Session Title: Osteoarthritis & Joint Biology – Basic Science Poster
Session Type: Poster Session B
Session Time: 9:00AM-11:00AM
Background/Purpose: Current treatment of knee osteoarthritis (OA) is focused primarily around pain relief offering sustained mobility and prioritizing symptom relief over disease progression potentially impacts treatment outcome in the longer term for patients. With candidate therapies being investigated to address disease progression, it is important to examine if and where differences exist, with the prescribing behavior of current treaters of knee OA.
Methods: A cross-sectional chart review survey was conducted in Q2 2019 among US rheumatologists (rheums), orthopedic surgeons (orthos), primary care physicians with a focus in sports medicine (SM PCPs), and pain specialists practicing across hospital and private practices. Recruited from a large access panel, physicians were screened for duration of practice in their specialty (3-50 years) and caseload (35 or more knee OA patients, at least 10 of which must be classified as moderate-severe). Participants were asked to complete a 3-part survey: (1) a doctor demographic questionnaire, (2) a perceptual questionnaire, assessing perception of available and upcoming OA therapies, and (3) patient charts for the next 5 knee OA patients seen following receipt of the survey, capturing demographics and treatment history. Data were analyzed using descriptive statistics.
Results: A total of 275 physicians were recruited, reporting on 1375 patients in total (Table 1). When focusing primarily on patients with moderate-severe knee OA, this represented 65% of patients for SM PCPs and orthos. Pain specialists and rheums by comparison, had a significantly larger caseload of moderate-severe patients, at 79% and 77% respectively.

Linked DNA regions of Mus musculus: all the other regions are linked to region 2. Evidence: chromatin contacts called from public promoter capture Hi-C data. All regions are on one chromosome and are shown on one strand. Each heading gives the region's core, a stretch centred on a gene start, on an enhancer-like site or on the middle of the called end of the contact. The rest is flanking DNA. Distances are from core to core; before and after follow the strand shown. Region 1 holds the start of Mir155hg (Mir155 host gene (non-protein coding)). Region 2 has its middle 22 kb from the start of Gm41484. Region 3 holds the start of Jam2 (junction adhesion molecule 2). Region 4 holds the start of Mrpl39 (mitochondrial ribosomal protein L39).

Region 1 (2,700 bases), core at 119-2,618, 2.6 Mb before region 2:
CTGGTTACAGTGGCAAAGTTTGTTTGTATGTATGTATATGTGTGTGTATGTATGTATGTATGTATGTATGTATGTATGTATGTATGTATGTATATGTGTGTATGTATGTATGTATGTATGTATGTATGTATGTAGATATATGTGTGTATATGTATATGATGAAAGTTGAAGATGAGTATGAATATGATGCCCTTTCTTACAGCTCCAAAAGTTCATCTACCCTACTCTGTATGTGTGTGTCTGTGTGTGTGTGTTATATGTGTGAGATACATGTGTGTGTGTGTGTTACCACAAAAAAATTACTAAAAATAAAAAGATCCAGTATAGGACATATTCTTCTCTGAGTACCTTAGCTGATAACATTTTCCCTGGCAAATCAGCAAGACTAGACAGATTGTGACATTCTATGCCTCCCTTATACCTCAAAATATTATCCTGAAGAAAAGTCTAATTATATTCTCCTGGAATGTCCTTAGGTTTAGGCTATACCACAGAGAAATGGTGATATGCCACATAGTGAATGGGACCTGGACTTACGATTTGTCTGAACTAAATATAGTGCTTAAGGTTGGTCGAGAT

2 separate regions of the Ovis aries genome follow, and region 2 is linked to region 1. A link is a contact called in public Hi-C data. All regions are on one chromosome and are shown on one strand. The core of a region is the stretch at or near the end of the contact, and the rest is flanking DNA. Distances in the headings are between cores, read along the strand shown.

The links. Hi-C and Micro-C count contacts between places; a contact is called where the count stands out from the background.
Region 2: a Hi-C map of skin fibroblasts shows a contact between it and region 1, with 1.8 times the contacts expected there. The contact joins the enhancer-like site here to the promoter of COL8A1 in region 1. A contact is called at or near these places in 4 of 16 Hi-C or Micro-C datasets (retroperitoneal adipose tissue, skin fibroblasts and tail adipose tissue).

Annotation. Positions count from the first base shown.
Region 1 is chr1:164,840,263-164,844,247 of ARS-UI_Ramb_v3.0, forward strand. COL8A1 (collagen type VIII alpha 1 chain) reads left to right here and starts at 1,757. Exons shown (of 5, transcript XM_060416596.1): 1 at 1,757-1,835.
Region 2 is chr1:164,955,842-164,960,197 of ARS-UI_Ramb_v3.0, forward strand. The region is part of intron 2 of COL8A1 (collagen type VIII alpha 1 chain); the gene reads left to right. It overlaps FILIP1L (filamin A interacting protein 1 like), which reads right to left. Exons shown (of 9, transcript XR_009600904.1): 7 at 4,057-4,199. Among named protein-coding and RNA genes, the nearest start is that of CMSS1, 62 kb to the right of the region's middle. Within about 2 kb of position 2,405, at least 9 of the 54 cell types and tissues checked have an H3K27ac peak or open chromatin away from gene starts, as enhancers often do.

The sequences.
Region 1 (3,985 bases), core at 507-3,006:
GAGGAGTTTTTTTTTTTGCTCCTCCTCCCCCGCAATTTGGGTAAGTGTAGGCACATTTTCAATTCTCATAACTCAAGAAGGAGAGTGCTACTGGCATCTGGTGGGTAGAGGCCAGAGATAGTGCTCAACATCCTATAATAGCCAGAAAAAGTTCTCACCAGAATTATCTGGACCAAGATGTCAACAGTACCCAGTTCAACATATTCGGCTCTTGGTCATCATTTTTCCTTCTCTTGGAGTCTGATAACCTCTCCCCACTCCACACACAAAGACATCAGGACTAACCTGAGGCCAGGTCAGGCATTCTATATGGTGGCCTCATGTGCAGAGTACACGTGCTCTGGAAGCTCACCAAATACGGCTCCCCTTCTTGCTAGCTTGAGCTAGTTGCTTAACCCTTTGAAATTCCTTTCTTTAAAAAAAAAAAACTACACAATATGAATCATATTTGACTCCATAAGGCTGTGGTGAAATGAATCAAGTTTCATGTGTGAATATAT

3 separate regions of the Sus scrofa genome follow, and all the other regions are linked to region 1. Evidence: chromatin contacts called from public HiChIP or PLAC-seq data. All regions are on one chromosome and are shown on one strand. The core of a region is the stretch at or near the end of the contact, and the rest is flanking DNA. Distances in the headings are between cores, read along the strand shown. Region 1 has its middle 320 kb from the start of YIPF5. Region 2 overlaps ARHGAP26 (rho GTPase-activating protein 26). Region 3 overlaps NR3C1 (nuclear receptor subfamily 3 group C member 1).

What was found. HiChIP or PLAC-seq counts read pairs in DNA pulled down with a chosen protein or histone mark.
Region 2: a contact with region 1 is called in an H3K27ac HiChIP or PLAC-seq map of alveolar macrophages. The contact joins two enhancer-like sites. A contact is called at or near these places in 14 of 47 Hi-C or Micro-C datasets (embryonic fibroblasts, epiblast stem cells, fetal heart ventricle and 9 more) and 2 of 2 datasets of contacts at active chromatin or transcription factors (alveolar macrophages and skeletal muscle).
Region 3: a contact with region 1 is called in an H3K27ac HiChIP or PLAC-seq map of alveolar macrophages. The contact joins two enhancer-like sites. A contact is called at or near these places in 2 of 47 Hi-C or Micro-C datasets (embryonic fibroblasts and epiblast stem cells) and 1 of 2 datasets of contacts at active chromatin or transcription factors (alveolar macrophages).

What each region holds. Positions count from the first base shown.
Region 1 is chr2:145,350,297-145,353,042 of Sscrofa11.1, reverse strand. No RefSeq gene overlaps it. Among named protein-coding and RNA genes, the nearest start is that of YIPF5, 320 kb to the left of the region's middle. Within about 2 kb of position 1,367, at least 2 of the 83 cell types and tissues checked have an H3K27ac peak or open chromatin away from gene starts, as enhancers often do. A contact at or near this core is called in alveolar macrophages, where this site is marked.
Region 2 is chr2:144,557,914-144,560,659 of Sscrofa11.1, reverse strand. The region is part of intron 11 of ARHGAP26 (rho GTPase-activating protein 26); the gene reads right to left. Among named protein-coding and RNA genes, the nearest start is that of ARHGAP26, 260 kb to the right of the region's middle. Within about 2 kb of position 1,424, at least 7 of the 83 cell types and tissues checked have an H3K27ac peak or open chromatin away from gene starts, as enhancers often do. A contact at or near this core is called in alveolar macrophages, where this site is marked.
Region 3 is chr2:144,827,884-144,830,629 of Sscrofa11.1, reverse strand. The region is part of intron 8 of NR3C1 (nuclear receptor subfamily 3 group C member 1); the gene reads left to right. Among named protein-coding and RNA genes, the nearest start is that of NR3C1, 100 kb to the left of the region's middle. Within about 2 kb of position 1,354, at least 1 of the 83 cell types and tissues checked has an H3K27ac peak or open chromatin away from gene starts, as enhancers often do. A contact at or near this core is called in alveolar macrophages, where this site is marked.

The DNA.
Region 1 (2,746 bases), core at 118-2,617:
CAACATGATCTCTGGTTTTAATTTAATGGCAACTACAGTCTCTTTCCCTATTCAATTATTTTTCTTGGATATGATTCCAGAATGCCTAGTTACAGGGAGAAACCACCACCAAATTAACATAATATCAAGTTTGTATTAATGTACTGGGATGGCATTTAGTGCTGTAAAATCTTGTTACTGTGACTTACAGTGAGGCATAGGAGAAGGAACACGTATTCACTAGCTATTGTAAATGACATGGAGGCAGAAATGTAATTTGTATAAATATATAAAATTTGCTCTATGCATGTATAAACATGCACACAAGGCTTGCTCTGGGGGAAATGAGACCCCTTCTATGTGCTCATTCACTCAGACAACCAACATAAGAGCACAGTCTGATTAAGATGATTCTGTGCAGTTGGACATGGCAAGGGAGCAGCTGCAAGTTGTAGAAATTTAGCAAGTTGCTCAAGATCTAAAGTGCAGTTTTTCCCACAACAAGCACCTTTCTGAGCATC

When looking at the proportion of patients treated with prescription medication for their knee OA, pain specialists and rheums stated an average of 69% and 68% of their managed patients, while SM PCPs stated 66%. Orthos stated a significantly lower proportion of patients treated with prescription therapy, at 55%.
Looking at therapies across specialties, orthos state greater use of traditional NSAIDs to treat their knee OA patients compared to pain specialists and SM PCPs (53% vs 36% vs 44%), with a significant difference to the stated use of rheums (35%). Rheums on the other hand, state significantly greater use of opioids compared to orthos, 18% vs 12% for mild opioids and 8% vs 1% for strong opioids.
From commonly used imaging techniques, X-ray and Magnetic resonance imaging (MRI) were used in greater proportion over ultrasound or computed tomography (CT) scan and when considering evidence of radiographic progression from imaging, rheums reported a significantly lower proportion of patients demonstrating radiographic evidence of bone erosion, compared to all specialties researched- 36% compared to 65% reported by orthos, 65% by SM PCPs and 75% by pain specialists.
Conclusion: From the sample surveyed, knee OA patients may exhibit differing outcomes based on the management adopted by their presiding clinician. With candidate therapies offering alternatives to how we currently treat knee OA, understanding nuances between treaters may prove an important consideration, when examining treatment outcomes in the longer term.
To cite this abstract in AMA style:Baldock D, Zhang C. Differences in Treating Knee Osteoarthritis by Clinician Specialty [abstract]. Arthritis Rheumatol. 2020; 72 (suppl 10). https://acrabstracts.org/abstract/differences-in-treating-knee-osteoarthritis-by-clinician-specialty/. Accessed December 7, 2021.
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ACR Meeting Abstracts - https://acrabstracts.org/abstract/differences-in-treating-knee-osteoarthritis-by-clinician-specialty/